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# Processor BenchMark Utility

, 29 May 2008 CPOL
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Measuring Processor Performance

## Introduction

This article discusses a processor benchmark utility. The results are surprising. Just as everything else (these days) breaks our preconceptions, so do processors.

Just the other day, I received an email about 21st century's broken preconceptions. It went something like this " .... the tallest basketball player is Chinese ... the most popular rapper is white, and the best golf player is ....". So there is little or no surprise to see a processor benchmark that shatters preconceptions.

## Background

I was always curious about how the new generation processors measure up. How fast are they? Not just a number that represents the processor as a whole, but a real value that represents an honest measure of how many operations of a given kind the processor can do in a given time. For instance, how many integer additions a second. How many double divides a second? ....

## Using the Code

The code is developed to use macros as the instrument of simplification. This way, the macro parameter can signify any desired benchmarking operation. The macro `TIMEDOP `(timed operation) is called with two parameters:

1. The name of the function to generate
2. The code to execute in the timing loop
```//
// The timing loop generation macros. You may roll your own by changing the second
// argument to the macro to a piece of code.
// If you use variables in the code snippet, make sure you declare them first.
//
// Here is an example of tinkering between add and increment:
//
//    TIMEDOP(do_int,        count2++   );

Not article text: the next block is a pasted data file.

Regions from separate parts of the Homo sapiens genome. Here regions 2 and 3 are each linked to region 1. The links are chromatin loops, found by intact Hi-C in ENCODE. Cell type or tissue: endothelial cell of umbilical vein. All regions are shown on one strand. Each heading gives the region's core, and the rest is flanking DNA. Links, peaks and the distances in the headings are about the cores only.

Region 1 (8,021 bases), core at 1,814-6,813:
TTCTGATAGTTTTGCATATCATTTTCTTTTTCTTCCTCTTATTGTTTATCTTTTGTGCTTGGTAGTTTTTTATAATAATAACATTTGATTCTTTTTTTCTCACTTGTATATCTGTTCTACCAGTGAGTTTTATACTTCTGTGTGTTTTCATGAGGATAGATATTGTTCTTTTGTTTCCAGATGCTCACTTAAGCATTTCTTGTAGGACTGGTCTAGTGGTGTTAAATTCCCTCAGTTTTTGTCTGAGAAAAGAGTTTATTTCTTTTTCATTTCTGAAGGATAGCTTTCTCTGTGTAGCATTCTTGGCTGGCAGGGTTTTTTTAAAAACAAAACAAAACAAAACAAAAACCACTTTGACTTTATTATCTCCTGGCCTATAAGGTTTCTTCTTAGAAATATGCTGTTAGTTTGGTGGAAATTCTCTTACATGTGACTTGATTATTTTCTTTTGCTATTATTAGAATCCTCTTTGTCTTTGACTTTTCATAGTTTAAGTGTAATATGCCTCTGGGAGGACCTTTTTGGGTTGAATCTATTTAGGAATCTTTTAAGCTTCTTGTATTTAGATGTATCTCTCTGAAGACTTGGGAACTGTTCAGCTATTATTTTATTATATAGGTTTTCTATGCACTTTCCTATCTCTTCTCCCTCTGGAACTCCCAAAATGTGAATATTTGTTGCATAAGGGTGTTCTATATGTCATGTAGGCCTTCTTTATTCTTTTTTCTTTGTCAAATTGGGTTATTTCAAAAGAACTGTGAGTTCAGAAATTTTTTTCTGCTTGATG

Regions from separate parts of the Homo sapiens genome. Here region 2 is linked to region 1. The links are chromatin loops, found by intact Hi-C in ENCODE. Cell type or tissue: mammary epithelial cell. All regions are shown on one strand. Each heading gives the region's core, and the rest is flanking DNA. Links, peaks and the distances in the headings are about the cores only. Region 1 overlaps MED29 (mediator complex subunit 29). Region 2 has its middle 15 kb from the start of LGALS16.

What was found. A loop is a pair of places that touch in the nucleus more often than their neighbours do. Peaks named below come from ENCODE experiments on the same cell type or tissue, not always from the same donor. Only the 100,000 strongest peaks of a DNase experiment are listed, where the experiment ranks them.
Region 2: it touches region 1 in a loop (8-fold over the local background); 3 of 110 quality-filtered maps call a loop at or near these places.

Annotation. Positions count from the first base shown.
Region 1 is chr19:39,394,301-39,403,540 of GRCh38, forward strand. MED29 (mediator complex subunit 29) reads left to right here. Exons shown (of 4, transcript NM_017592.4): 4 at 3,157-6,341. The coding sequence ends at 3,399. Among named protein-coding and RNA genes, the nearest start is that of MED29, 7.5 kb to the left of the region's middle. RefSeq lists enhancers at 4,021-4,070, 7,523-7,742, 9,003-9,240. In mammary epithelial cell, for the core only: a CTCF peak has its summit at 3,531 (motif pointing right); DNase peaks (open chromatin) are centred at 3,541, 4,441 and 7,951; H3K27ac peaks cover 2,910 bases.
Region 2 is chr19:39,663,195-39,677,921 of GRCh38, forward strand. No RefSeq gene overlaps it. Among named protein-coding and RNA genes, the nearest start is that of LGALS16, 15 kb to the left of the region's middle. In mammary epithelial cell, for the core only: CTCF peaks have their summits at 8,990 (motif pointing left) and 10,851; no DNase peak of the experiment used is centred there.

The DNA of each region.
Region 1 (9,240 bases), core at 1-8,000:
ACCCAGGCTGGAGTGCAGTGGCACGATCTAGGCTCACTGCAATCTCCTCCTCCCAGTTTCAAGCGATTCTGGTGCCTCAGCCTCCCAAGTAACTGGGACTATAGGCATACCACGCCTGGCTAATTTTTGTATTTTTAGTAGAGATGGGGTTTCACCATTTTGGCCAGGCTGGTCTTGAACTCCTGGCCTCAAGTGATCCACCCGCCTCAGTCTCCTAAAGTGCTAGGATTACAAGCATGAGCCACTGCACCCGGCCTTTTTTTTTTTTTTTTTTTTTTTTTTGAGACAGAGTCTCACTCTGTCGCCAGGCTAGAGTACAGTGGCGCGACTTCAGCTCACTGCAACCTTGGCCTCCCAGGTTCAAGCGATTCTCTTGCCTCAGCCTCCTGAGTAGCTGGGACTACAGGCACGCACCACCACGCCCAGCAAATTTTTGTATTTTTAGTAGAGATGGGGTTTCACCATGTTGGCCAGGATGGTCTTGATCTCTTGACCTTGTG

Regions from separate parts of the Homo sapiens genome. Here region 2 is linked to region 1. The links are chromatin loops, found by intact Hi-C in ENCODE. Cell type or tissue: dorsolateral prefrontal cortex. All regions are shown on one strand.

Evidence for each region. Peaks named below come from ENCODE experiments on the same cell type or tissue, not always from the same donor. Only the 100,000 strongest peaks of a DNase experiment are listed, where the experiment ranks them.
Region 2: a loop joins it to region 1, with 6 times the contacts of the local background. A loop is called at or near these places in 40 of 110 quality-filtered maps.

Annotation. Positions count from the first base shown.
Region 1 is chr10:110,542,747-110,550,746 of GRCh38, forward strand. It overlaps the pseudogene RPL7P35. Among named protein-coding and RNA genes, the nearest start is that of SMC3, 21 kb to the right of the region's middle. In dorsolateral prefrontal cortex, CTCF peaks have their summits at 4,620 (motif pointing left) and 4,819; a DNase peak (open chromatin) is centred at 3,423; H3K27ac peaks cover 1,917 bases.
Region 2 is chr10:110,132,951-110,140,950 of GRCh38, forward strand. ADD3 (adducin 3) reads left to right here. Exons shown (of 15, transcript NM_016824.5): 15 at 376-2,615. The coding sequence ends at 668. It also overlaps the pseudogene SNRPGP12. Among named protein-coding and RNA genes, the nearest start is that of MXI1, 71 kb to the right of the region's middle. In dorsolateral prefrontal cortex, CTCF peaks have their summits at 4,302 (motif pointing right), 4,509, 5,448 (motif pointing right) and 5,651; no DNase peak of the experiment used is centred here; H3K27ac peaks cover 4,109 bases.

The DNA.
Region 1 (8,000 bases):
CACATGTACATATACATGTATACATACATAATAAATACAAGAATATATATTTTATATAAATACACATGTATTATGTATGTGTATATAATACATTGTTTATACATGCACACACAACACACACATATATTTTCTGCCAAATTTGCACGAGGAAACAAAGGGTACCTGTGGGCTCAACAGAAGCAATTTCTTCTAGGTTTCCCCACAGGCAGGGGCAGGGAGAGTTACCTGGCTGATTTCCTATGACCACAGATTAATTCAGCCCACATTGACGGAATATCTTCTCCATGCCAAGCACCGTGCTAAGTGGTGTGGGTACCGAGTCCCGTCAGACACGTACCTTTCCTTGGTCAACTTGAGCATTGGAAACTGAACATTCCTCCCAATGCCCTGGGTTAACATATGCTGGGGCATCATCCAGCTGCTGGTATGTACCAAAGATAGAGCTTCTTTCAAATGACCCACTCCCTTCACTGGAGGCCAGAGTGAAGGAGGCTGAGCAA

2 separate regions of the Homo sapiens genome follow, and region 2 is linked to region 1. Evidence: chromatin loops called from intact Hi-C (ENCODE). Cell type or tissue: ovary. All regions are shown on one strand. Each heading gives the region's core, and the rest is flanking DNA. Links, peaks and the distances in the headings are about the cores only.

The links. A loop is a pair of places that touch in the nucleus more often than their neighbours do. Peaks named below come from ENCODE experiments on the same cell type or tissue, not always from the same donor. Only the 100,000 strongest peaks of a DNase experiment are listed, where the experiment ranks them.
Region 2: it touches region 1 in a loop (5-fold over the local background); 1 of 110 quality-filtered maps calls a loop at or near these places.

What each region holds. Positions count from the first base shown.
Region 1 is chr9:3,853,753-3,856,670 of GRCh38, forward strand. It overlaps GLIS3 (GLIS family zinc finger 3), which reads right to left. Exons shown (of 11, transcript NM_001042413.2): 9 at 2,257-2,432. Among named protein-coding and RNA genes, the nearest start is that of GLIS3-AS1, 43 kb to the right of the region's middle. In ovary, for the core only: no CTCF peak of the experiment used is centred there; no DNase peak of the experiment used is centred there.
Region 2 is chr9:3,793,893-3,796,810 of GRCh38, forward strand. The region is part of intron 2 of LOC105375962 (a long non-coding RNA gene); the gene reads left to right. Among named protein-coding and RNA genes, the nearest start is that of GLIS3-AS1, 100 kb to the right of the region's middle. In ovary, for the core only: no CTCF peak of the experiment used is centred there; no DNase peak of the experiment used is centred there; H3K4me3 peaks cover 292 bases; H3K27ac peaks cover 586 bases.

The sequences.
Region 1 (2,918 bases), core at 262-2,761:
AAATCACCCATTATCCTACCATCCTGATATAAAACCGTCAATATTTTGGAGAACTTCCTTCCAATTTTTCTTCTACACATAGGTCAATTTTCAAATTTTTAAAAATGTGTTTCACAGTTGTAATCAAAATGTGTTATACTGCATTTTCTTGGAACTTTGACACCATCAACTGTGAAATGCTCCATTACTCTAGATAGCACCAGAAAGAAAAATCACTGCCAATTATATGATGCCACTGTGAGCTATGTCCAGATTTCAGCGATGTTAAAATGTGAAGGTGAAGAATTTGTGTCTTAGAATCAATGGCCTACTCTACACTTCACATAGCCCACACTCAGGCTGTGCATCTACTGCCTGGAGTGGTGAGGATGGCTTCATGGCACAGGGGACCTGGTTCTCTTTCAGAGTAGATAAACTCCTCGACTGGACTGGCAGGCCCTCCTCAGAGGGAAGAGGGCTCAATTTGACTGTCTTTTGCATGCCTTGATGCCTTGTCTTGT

//    TIMEDOP(do_int,        count2 +=3 );
//
// Note the missing (or optional) semicolon (;) at the end of the snippets.

TIMEDOP(do_int,        count2++);
TIMEDOP(do_mul,        count *= 33);    // I chose the constants randomly
TIMEDOP(do_div,        count /= 13);    // they have no influence on the timing
TIMEDOP(do_sub,        count -= 10);
TIMEDOP(do_mod,        count %= 13);
TIMEDOP(do_str,        memcpy(str, str2, 1024));
TIMEDOP(do_str2,       memcpy(str, str2, 1));
TIMEDOP(do_dbladd3,    dop2 = dop1 + dop3; dop1+= 2);
TIMEDOP(do_dbldiv,     dop2 /= 103);
TIMEDOP(do_dblsin,     dop2 = sin(dop1); );
TIMEDOP(do_func,       noop(count2));
TIMEDOP(do_cos,        cos(dop1););
TIMEDOP(do_tan,        tan(dop1););
TIMEDOP(do_sqrt,       sqrt(dop1););

// After declaring, one may call the function as follows:

int count = do_int();  // count receives the count of instructions / 100

// To make sure the time elapsed is accurate, the performance counter is
// queried twice, as to measure how long it takes to query the performance counter.

QueryPerformanceCounter(&PerformanceCount);\
double dd = largeuint2double(PerformanceCount);\

QueryPerformanceCounter(&PerformanceCount3);\
double skew = largeuint2double(PerformanceCount3) - dd;\

// Then, in the main loop, every time the performance counter is
// queried, the code extends the expected time by the time it
// took the performance counter to respond

... in the while loop ...

timeforonesec += skew;  /* Compensate for skew */
if(currentcount - startcount > timeforonesec)
break;```

## Accuracy of the Measurement

Naturally, there are a lot of processes that compete for the processor. Thus, the benchmark measured flutters quite a bit. To compensate for that, the utility keeps a running average.